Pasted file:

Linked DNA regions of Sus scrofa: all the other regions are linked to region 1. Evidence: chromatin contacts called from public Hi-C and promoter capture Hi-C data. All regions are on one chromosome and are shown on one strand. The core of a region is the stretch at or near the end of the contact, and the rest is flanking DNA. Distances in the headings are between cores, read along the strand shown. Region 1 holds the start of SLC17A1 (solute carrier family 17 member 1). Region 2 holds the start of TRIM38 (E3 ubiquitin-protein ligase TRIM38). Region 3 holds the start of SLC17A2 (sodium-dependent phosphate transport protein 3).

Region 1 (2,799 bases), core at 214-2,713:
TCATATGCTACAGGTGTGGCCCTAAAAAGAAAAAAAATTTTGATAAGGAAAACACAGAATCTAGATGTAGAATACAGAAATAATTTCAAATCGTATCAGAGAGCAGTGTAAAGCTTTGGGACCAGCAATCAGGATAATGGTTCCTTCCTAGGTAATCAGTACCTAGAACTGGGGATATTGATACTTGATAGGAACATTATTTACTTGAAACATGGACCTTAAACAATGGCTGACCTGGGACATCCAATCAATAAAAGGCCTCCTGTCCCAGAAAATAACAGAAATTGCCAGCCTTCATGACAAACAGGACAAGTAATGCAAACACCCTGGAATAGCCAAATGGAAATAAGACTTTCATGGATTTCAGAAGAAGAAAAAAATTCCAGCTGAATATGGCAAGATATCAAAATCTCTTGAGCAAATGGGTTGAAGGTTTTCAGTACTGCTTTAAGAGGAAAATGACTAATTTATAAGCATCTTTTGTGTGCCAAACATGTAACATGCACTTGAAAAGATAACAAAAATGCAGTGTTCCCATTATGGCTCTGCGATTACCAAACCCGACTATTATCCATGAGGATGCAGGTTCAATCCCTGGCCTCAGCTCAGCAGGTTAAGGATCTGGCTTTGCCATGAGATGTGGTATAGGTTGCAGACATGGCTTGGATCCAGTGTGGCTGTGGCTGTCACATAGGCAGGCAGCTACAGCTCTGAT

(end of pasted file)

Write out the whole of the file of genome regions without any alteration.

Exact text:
Linked DNA regions of Sus scrofa: all the other regions are linked to region 1. Evidence: chromatin contacts called from public Hi-C and promoter capture Hi-C data. All regions are on one chromosome and are shown on one strand. The core of a region is the stretch at or near the end of the contact, and the rest is flanking DNA. Distances in the headings are between cores, read along the strand shown. Region 1 holds the start of SLC17A1 (solute carrier family 17 member 1). Region 2 holds the start of TRIM38 (E3 ubiquitin-protein ligase TRIM38). Region 3 holds the start of SLC17A2 (sodium-dependent phosphate transport protein 3).

Region 1 (2,799 bases), core at 214-2,713:
TCATATGCTACAGGTGTGGCCCTAAAAAGAAAAAAAATTTTGATAAGGAAAACACAGAATCTAGATGTAGAATACAGAAATAATTTCAAATCGTATCAGAGAGCAGTGTAAAGCTTTGGGACCAGCAATCAGGATAATGGTTCCTTCCTAGGTAATCAGTACCTAGAACTGGGGATATTGATACTTGATAGGAACATTATTTACTTGAAACATGGACCTTAAACAATGGCTGACCTGGGACATCCAATCAATAAAAGGCCTCCTGTCCCAGAAAATAACAGAAATTGCCAGCCTTCATGACAAACAGGACAAGTAATGCAAACACCCTGGAATAGCCAAATGGAAATAAGACTTTCATGGATTTCAGAAGAAGAAAAAAATTCCAGCTGAATATGGCAAGATATCAAAATCTCTTGAGCAAATGGGTTGAAGGTTTTCAGTACTGCTTTAAGAGGAAAATGACTAATTTATAAGCATCTTTTGTGTGCCAAACATGTAACATGCACTTGAAAAGATAACAAAAATGCAGTGTTCCCATTATGGCTCTGCGATTACCAAACCCGACTATTATCCATGAGGATGCAGGTTCAATCCCTGGCCTCAGCTCAGCAGGTTAAGGATCTGGCTTTGCCATGAGATGTGGTATAGGTTGCAGACATGGCTTGGATCCAGTGTGGCTGTGGCTGTCACATAGGCAGGCAGCTACAGCTCTGAT